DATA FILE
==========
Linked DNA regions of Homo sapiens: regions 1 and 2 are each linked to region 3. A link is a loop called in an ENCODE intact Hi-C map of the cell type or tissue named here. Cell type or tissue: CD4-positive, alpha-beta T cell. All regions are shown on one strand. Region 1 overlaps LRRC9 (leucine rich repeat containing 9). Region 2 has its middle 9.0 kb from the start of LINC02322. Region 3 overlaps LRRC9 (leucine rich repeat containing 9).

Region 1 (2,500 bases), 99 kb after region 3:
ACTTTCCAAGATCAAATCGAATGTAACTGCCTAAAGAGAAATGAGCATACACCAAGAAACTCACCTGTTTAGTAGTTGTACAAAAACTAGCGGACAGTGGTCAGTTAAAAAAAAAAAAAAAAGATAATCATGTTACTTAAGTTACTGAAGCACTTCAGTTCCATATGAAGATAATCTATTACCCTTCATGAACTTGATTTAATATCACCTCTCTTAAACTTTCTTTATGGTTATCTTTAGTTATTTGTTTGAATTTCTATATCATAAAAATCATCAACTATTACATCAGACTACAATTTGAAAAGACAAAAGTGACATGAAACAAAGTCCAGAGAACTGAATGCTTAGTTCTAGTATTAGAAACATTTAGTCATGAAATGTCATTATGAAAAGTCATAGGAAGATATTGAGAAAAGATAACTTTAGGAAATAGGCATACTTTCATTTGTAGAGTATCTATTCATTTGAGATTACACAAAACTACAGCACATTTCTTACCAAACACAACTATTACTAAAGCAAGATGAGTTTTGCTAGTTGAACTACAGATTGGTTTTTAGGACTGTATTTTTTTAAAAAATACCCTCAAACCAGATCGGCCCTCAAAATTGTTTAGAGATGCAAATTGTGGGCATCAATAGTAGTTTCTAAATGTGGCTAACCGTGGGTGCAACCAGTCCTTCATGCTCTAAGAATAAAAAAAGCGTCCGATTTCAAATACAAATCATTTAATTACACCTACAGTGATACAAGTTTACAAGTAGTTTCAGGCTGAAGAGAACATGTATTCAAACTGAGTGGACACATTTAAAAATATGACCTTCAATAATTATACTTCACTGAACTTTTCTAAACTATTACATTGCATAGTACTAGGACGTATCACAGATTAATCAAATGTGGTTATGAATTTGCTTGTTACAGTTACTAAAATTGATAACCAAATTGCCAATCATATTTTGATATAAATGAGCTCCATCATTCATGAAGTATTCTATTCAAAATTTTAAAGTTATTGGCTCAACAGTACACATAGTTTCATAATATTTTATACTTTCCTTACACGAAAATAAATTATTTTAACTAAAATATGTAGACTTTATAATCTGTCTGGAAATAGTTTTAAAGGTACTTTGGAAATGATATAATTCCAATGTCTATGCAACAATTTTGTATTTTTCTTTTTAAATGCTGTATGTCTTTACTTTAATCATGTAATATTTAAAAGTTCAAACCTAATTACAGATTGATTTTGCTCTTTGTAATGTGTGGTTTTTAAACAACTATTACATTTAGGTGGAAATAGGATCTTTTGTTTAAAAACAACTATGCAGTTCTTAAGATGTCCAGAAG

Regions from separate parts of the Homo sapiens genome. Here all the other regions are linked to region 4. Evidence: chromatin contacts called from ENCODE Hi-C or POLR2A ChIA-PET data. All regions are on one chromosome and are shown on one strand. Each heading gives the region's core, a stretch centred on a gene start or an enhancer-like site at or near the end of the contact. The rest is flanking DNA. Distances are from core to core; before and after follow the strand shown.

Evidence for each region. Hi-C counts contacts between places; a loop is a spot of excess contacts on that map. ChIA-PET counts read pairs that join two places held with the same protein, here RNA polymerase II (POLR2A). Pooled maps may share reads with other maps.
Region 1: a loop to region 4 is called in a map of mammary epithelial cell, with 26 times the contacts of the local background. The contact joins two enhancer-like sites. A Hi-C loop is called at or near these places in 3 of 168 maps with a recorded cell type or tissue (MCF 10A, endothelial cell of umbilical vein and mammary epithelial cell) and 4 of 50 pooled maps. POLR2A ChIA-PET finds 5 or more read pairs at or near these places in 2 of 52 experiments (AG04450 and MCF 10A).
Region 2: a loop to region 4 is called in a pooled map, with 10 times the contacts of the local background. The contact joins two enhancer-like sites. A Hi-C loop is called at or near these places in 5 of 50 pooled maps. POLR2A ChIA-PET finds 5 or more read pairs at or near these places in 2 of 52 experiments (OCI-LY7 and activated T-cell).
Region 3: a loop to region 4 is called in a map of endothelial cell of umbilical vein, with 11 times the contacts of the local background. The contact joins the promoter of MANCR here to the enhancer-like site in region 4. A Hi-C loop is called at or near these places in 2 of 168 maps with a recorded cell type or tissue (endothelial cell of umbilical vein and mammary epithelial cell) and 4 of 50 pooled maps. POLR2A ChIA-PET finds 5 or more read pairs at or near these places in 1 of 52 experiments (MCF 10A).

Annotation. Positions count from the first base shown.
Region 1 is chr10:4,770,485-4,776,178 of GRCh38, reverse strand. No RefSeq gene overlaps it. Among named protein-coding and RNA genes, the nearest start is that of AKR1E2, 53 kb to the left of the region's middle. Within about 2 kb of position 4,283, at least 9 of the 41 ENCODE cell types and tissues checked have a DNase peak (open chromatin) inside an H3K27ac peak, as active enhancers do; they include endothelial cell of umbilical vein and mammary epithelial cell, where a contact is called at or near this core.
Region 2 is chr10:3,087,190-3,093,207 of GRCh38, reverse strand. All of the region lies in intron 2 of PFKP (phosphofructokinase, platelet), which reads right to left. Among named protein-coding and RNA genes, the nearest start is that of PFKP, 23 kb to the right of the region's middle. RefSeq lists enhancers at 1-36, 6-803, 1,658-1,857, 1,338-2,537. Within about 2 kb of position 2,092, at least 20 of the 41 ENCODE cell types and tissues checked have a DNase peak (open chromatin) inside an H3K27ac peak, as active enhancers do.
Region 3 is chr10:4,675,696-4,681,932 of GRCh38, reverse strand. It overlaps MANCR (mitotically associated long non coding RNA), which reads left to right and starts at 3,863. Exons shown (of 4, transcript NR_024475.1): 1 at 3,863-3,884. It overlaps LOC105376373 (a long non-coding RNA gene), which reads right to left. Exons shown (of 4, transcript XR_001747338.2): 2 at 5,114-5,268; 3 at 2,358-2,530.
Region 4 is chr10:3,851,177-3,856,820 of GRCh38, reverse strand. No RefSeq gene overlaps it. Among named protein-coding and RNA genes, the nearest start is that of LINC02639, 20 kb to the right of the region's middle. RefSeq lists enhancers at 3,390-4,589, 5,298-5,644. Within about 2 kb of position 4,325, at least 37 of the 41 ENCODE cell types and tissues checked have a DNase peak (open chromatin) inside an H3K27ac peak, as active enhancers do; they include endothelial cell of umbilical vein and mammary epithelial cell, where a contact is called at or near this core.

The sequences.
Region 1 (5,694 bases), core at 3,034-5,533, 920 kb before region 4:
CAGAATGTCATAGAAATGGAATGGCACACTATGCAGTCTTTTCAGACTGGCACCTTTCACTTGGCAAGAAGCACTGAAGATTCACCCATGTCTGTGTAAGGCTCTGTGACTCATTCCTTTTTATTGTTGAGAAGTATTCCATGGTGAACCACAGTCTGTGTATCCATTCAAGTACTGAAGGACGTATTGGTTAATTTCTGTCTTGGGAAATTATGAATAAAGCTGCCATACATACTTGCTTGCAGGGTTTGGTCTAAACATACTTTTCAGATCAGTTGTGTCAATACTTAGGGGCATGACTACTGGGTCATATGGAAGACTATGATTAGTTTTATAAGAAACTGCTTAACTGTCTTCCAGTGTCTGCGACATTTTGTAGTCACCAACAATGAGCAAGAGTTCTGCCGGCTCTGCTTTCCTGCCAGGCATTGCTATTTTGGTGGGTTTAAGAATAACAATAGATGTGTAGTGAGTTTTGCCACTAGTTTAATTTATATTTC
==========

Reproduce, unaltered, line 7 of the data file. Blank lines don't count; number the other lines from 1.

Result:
Region 2: a loop to region 4 is called in a pooled map, with 10 times the contacts of the local background. The contact joins two enhancer-like sites. A Hi-C loop is called at or near these places in 5 of 50 pooled maps. POLR2A ChIA-PET finds 5 or more read pairs at or near these places in 2 of 52 experiments (OCI-LY7 and activated T-cell).